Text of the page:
“Mike and I are going to be checking out an encampment on the Algiers Levee tonight.” 

I inserted this into the general goodbye-banter between two people who’ve grown familiar with each other  – amidst such standard stuff as “good night”, “be safe” and “see you tomorrow”.  I assume she had no idea why I was mentioning where I was going.  I assume she didn’t know it had to do with fear, and the desire for someone to know where I was going just in case I didn’t turn up at the expected time the next day.

We normally walk through abandoned buildings.  After surveying more than 1500 of them since January, they’ve become as normal to us as barrooms (we haven’t quite been to 1500 of them since January).  But these river-side encampments (we now have 3) just look a little too rural for me to be comfortable with… a little too “Deliverance.”

This all got me to thinking about fear, ours and that of the community in general.

When we talk with people about what we do – going into abandoned buildings searching for the hidden homeless – we tend to get one of two responses.  One is praise for going above and beyond in responding to human need and suffering.  Personally, I think this praise is usually a little overdone, and in reality, we’re pretty normal people – no better or worse than the average – who happen to love doing a unique job.  The second response is also overly dramatic, but it is the one that I want to focus on: “You guys are nuts!” or “You’re gonna get shot or stabbed with an HIV infected needle”. 

Maybe we are nuts, and maybe we will meet a grizzly end.  But I doubt it.

For me (I won’t assume to speak for Mike or any other outreach worker) what we do is not based on a brotherly love for fellow man.  It is simply the culmination of what happens when one was relatively idealistic and utopian at the age of 20, but has fallen to a much more jaded and pragmatic position by 28.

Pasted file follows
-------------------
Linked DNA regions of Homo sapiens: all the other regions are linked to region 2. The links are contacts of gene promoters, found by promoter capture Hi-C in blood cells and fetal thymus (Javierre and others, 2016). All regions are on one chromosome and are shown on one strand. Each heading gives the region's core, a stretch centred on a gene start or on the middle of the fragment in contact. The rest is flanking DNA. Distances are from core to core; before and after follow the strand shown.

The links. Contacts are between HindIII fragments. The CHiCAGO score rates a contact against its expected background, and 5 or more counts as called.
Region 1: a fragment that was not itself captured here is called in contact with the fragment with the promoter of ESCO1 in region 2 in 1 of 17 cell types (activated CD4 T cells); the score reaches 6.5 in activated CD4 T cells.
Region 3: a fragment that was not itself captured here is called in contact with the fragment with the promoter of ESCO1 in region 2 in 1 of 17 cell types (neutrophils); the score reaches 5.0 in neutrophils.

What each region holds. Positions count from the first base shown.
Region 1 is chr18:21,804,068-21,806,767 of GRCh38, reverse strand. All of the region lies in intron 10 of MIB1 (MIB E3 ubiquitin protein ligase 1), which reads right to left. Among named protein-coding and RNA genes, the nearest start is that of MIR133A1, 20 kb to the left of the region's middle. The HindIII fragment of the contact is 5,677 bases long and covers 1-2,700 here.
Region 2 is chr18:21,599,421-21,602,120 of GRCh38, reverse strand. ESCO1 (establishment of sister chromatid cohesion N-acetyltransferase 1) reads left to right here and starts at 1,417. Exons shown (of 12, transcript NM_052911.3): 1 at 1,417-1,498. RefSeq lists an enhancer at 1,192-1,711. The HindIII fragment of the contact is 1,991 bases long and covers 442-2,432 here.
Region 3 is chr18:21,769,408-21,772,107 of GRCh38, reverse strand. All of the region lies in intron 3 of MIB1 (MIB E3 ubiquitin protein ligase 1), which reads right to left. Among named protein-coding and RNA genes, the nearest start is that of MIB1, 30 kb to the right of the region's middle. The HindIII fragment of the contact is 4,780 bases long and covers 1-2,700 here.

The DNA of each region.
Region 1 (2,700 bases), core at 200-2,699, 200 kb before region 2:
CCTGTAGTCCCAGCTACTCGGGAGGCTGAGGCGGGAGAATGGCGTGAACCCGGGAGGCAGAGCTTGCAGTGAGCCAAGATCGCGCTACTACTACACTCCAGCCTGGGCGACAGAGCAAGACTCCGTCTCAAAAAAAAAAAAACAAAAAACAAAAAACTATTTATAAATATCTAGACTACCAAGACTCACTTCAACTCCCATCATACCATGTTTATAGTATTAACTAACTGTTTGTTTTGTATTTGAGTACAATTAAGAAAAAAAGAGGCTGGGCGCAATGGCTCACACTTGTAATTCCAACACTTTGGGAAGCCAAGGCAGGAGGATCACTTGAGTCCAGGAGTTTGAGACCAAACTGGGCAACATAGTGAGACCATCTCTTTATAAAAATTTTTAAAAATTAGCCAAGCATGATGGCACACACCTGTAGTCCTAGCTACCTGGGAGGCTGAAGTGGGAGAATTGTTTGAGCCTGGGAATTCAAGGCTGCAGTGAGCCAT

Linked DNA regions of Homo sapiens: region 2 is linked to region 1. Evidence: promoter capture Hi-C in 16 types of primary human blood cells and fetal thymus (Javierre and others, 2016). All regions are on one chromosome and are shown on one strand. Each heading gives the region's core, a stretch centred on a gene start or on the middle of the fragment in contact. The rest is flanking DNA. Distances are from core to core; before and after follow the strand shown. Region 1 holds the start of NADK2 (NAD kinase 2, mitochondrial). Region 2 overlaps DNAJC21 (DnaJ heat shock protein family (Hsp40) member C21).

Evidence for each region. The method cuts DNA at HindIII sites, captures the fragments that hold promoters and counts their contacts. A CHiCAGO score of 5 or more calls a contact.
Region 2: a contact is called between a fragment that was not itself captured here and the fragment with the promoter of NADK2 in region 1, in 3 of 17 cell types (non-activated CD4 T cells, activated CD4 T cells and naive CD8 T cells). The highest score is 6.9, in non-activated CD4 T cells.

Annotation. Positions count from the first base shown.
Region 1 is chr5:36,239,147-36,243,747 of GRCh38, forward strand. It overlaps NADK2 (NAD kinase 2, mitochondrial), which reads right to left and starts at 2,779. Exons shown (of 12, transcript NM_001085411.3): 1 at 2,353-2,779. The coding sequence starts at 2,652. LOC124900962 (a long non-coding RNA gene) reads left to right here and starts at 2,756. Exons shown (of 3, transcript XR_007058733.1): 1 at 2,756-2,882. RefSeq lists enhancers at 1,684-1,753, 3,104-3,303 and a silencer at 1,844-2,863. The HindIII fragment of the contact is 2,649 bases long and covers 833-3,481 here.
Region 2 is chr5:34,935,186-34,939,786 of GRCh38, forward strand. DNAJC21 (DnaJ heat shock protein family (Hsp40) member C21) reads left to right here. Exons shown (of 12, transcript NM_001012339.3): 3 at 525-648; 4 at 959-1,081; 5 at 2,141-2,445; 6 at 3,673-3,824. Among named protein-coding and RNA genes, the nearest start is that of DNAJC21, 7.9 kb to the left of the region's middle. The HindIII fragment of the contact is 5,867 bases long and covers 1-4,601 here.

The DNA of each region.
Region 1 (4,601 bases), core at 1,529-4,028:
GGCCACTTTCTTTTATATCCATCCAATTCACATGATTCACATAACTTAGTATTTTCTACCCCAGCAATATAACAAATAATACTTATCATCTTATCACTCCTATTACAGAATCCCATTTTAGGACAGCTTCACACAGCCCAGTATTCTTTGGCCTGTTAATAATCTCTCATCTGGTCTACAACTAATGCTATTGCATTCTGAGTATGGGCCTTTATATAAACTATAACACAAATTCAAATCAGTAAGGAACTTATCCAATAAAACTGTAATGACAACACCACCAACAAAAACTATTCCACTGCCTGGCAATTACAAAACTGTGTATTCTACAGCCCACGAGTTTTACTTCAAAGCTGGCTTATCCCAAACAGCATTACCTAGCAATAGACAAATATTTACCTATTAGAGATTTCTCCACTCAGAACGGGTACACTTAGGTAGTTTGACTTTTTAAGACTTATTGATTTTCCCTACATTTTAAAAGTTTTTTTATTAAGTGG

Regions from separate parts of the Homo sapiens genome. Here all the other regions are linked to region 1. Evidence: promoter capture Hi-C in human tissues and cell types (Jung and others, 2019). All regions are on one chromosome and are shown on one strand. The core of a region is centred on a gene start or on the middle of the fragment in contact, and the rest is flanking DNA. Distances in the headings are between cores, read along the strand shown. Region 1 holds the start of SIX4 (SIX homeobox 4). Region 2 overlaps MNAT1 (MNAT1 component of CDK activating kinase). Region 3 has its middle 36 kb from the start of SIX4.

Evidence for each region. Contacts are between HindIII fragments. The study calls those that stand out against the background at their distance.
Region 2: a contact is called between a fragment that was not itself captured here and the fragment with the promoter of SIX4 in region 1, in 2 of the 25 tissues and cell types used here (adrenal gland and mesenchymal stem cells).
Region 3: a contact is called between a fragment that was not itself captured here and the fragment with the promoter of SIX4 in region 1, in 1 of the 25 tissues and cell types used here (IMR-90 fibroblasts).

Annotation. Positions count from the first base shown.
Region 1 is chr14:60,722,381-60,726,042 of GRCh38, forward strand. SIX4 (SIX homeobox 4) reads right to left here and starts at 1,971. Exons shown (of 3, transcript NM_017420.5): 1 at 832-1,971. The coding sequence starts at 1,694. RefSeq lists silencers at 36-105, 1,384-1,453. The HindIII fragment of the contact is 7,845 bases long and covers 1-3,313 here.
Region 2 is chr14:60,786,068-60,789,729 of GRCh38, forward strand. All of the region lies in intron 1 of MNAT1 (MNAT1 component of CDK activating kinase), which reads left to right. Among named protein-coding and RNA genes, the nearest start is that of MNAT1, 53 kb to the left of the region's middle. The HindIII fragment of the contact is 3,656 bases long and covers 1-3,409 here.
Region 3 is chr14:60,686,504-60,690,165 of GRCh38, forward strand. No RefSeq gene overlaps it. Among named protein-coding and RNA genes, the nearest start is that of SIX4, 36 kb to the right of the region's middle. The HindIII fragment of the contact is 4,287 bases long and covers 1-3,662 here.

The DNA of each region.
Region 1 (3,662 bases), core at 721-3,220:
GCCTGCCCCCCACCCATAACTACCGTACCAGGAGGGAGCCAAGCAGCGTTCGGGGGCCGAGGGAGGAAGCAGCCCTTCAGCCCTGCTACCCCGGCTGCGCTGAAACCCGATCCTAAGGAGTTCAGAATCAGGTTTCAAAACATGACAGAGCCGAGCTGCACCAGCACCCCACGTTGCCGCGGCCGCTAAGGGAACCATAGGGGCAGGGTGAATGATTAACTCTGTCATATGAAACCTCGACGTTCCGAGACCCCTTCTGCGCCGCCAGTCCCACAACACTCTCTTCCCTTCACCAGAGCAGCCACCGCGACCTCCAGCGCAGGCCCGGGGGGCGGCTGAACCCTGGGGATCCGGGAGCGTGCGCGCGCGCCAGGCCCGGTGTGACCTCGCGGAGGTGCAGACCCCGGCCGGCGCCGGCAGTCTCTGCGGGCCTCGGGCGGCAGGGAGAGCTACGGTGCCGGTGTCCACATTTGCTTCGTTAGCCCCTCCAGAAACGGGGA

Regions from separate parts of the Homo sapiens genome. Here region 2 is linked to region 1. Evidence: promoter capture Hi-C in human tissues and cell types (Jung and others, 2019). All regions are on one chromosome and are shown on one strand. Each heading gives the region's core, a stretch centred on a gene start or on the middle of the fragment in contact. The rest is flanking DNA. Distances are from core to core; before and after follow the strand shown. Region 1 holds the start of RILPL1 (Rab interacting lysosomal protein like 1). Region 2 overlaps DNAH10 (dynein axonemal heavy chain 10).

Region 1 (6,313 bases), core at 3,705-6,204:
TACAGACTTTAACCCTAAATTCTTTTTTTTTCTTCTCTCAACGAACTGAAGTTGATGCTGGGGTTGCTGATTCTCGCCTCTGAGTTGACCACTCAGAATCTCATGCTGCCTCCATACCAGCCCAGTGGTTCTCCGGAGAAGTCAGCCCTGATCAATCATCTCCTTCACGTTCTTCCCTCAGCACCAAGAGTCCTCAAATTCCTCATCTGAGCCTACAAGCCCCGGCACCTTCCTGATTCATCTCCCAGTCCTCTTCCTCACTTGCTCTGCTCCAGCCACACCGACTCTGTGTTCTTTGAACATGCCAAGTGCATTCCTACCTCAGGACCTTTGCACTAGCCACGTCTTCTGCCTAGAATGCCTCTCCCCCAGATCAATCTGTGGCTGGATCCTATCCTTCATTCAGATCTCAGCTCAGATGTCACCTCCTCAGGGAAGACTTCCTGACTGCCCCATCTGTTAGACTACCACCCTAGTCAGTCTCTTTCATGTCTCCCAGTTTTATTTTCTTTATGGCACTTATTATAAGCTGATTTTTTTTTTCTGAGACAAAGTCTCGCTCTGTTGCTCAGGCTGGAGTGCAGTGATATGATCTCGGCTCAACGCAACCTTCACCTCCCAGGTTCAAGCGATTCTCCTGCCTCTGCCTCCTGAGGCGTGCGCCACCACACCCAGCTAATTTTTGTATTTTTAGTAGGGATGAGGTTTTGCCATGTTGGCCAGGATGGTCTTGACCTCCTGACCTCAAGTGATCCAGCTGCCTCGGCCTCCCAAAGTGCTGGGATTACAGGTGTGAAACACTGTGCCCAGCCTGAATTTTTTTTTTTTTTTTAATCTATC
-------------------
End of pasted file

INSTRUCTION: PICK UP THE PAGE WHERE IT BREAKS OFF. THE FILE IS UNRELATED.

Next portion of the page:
I still hold some of my more idealistic beliefs.  One of these is the idea that in most situations, so long as lines of communication are clear, we need not fear our fellow human beings.  I don’t believe in an evil nature (nor do I believe in a good nature) that is inherent in the human condition.  People are people, and unless you give them a reason to harm you, they generally won’t.

I could be wrong, but the evidence so far appears to support me on this.  We’ve met over 200 people living in abandoned buildings at this point.  None have harmed or threatened us.  Most say thank you just for the simple fact that we showed up instead of passing by and ignoring them. The worst encounter we’ve had was with a man who told us to fuck off and then accepted our business card in case he changes his mind later.  Maybe someone will finally attack one of us when we go back out tonight, and maybe we’ll be hurt.  Without wanting to sound cavalier about it, that will only be one person out of 200+.  With ratios like that, I feel safer at work than I do driving home.

In short, I hope our work is a testament to the fact that our culture is overly fearful of both (1) homeless people, and (2) of other humans in general.  I hope that based on our success at repeated peaceful interactions, the basic fear that accompanies outreach work might ebb somewhat.  You really can’t do this work if you fear the clients, and (sadly) many in our profession do.

Oh, and what about my fear last night? Completely unfounded.  Nothing more than the result of being in an uncomfortable setting.  We met two very nice men, both homeless for more than a year, both with disabling medical conditions.  Both said thanks for coming by and invited us back the following afternoon to open cases and start paperwork on them.

As it turns out, it was my little reminder that sometimes I’m overly distrustful and fearful, too.


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